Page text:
HELPFUL HINT: If the station-rotation model of learning is new for you, check out Dr. Catlin Tucker’s work. Her researched suggestions are incredibly smart and especially helpful during times of remote, hybrid, and blended learning. 

Sample Invitations:

Extending word learners also benefit from delving into word-themed inquiries. Often, these center around affixes, roots, tone, mood, and content-area vocabulary. 

  • How many ways could you strategically sort and categorize these… (patterns, affixes, parts, words)? 
  • What theories can you create about the patterns and parts within these words? How might you clarify, substantiate, or extend these theories? 
  • What other “related” words can you discover? How are they connected? What similarities and differences do you notice? 
  • Where and when will you use what you discovered? 
  • What feelings did you get as you read this piece? What words helped to create that feeling?
  • What words are closely connected to this topic? What words keep coming up in your conversation/reading/writing? Why? 
  • How do you want your reader to react? How could you create this tone? What words will you choose?
  • How could your discoveries contribute to the learning of your classmates? 

 “Which One Doesn’t Belong” is a playful critical thinking routine where students choose which option they believe does not fit – and explain why. It’s important to note that each option represents a correct answer because there are reasons why each could be the outlier. This reading-themed “Which One Doesn’t Belong” conver-station was used to help students collaboratively explore different genres and formats of texts… and the academic language aligned to each. 

Tip: Use ongoing, embedded collaborative inquiry to build community and collective capacity. This Talkin The Talk mini-chart (Koutrakos, 2019) provides a basic understanding of what students do at conver-stations. This Show Off mini-chart (Koutrakos, 2019) is a student-facing tool that can be shared with students after introducing different ways for classmates to teach others what they have learned. 

Essential Follow-up for All Word Learners

Student-driven discovery changes the tone of a classroom. The engagement, excitement, and investment that result from this kind of word play are hard to replicate. Gained insights are vital contributors to overall success. However, please know that these inquiry-rich invitations don’t stand on their own. Teachers also need to strategically nurture, nudge, and deepen initial discoveries. This happens through modeling, direct instruction, and loads of along-the-way feedback. It is the combination of discovery, explicit teaching, and guided learning that yield a deep understanding of the why, what, and how of words and the know-how in how to apply and transfer word knowledge. A commitment to shared ownership recognizes that all members of a class community have the right and responsibility to contribute to collective learning.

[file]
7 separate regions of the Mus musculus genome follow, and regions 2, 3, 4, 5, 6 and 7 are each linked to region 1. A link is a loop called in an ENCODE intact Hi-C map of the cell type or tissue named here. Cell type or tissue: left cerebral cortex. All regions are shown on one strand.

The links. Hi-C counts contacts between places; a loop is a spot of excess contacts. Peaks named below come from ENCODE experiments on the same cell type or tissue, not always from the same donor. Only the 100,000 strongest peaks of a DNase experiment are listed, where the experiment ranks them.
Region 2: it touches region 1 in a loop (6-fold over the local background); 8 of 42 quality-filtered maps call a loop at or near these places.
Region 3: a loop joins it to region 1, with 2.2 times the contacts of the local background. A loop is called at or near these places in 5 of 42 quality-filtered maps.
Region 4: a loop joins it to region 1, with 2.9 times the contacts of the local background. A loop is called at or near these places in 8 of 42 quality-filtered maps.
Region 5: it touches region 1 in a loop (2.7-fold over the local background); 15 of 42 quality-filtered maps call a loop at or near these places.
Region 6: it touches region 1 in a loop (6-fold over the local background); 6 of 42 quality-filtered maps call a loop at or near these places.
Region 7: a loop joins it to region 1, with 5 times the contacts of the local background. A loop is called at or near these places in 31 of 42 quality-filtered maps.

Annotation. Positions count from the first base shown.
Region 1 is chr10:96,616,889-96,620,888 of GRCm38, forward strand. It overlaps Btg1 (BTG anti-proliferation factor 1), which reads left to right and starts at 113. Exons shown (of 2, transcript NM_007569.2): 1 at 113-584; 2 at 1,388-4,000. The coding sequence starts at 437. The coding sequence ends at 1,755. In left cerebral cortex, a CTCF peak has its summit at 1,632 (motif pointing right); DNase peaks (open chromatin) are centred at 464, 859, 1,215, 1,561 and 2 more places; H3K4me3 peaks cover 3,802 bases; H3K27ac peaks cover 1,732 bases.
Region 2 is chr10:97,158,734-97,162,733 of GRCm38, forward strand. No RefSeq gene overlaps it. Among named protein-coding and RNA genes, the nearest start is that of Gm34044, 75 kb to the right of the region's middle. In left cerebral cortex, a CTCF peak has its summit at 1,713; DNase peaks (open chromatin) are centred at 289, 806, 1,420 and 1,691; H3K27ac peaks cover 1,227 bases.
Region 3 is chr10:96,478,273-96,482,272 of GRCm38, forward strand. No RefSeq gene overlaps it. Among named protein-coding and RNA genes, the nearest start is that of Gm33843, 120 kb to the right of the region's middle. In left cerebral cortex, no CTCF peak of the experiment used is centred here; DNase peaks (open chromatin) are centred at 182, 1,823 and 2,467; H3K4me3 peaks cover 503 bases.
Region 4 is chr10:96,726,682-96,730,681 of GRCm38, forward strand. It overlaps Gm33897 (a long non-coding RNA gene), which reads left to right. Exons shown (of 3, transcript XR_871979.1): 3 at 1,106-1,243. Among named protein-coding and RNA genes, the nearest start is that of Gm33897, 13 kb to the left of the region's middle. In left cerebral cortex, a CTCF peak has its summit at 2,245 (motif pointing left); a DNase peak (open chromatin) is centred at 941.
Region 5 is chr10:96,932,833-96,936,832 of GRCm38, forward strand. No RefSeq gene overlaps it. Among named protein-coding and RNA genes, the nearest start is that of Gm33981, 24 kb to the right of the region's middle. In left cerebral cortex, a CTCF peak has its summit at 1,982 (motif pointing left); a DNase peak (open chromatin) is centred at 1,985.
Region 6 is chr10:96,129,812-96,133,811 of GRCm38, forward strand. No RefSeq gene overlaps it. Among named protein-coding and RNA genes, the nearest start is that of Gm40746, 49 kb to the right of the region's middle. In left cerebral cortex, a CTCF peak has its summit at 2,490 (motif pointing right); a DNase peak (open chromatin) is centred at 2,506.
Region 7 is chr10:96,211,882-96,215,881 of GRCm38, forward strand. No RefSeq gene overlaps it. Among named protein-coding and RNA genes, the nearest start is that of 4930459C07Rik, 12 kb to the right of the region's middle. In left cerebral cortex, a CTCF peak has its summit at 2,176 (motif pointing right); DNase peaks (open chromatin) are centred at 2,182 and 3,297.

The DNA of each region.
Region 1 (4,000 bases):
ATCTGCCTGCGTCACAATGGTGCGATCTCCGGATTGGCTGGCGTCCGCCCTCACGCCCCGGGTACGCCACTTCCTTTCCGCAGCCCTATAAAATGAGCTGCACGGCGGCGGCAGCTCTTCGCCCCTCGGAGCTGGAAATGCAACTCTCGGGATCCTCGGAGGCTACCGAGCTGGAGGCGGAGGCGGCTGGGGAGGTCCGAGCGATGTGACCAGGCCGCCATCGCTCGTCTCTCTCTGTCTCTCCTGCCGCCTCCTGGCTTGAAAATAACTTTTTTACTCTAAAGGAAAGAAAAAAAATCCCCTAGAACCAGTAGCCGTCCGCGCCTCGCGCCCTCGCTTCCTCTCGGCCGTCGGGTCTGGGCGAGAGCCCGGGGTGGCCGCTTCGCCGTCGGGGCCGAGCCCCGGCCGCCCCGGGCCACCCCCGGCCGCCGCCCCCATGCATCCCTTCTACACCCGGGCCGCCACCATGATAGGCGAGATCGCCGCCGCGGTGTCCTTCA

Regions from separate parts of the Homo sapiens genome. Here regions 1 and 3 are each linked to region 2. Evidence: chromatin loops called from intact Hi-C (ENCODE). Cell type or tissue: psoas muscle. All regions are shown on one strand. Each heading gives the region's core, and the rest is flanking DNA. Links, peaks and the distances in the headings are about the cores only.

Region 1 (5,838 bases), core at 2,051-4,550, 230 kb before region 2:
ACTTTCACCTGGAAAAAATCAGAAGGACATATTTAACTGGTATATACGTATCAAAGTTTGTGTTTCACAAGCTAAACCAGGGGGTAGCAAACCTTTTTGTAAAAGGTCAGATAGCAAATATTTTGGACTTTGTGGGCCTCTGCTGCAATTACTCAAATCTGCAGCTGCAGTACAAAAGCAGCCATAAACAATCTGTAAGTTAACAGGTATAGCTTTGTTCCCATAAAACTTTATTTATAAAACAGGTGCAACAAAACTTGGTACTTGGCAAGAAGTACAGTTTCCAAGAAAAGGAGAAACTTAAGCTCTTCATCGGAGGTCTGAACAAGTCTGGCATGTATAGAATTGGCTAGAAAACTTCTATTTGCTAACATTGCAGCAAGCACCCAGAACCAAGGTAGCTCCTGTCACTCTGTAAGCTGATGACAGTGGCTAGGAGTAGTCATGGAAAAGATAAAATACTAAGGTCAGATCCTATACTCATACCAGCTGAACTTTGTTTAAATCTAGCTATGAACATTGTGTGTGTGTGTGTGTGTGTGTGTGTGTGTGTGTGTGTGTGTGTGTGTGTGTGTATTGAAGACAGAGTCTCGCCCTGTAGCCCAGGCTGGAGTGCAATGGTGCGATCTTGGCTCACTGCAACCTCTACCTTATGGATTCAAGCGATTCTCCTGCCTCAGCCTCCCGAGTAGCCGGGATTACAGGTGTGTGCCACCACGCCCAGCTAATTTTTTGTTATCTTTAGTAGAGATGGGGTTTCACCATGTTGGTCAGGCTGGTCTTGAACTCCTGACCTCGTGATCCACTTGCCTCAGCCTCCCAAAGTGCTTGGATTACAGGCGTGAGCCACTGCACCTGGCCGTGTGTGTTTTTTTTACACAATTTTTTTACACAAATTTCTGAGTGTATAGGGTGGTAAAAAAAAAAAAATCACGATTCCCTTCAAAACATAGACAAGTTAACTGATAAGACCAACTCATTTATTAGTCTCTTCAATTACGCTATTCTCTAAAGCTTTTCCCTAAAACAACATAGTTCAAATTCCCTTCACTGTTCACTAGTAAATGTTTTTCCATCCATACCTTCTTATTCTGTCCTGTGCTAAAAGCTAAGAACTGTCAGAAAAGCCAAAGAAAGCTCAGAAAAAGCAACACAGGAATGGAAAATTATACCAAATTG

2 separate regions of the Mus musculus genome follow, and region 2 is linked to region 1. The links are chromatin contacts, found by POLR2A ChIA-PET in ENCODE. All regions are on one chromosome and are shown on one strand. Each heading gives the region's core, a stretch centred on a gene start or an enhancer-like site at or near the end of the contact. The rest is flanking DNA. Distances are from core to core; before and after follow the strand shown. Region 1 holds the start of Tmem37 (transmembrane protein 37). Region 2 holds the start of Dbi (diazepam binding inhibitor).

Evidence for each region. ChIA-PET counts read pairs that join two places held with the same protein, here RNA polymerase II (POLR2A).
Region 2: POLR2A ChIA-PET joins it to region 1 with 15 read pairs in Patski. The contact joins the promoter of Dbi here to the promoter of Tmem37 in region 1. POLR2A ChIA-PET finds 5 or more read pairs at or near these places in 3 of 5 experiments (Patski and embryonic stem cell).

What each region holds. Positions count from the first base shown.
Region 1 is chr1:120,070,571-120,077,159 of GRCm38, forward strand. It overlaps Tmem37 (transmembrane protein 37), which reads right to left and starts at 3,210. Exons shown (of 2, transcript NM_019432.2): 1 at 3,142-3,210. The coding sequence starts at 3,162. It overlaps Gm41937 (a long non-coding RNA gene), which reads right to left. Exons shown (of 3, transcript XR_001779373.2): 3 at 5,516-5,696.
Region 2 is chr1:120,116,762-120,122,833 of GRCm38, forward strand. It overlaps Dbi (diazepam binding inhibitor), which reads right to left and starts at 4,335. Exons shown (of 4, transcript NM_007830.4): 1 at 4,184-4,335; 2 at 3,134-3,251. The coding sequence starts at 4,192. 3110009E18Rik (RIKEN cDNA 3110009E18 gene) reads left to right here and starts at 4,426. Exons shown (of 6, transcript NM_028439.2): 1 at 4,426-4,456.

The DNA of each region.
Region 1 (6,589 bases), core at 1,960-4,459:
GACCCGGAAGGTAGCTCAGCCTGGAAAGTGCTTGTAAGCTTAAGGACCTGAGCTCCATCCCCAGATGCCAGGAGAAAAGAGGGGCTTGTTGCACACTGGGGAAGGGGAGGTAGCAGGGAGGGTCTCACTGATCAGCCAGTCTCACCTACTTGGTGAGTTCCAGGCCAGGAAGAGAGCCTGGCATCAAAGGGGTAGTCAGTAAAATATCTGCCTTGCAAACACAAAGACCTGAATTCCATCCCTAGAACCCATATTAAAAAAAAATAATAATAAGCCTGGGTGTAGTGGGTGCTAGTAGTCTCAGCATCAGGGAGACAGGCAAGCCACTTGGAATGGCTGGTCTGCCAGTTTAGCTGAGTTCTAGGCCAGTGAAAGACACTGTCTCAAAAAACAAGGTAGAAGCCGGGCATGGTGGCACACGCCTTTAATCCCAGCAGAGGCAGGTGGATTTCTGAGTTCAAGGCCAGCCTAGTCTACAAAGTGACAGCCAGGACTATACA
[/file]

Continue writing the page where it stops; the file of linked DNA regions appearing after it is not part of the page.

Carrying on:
A Final Note

Celebrate the synergy and spirit created through inquiry-rich, collaborative classroom experiences. Widen your lens and reimagine the possibilities for word study. When teachers highlight joy and center students as activators of learning, they simultaneously bolster understanding and create more long lasting success. 

Pam Koutrakos is an educational consultant with Gravity Goldberg, LLC where she works with students, teachers, and administrators PreK- grade 12. She authored Word Study That Sticks: Best Practices K-6 and The Word Study That Sticks Companion: Classroom-Ready Tools for Teachers and Students, K-6. Both include ideas, lessons, resources, and tools for teachers of all subjects. Her third professional text is slated to be released in the coming months. Connect with Pam on Twitter @PamKou and on LinkedIn.

Reflection and Discovery: The Power of Reading Identity in Independent Reading

by  Dr. Jennifer Scoggin and Hannah Schneewind

Over the course of our careers, we have always found reflection a valuable tool in our efforts to match our beliefs to our actions. As young, idealistic, energetic first year teachers, we would often stand in our empty classrooms at the end of the day and reflect on each part of the day.  After a particularly challenging day, our reflections included questions such as: “How did I react in the moment when things went awry? How do I want to handle those moments? What can I do differently tomorrow?”  After a particularly successful day, our questions shifted to: “What did I do that worked today? How can I do that again tomorrow?” As classroom teachers and now as consultants, regardless of how the day goes, our reflective work centers around three key questions of identity: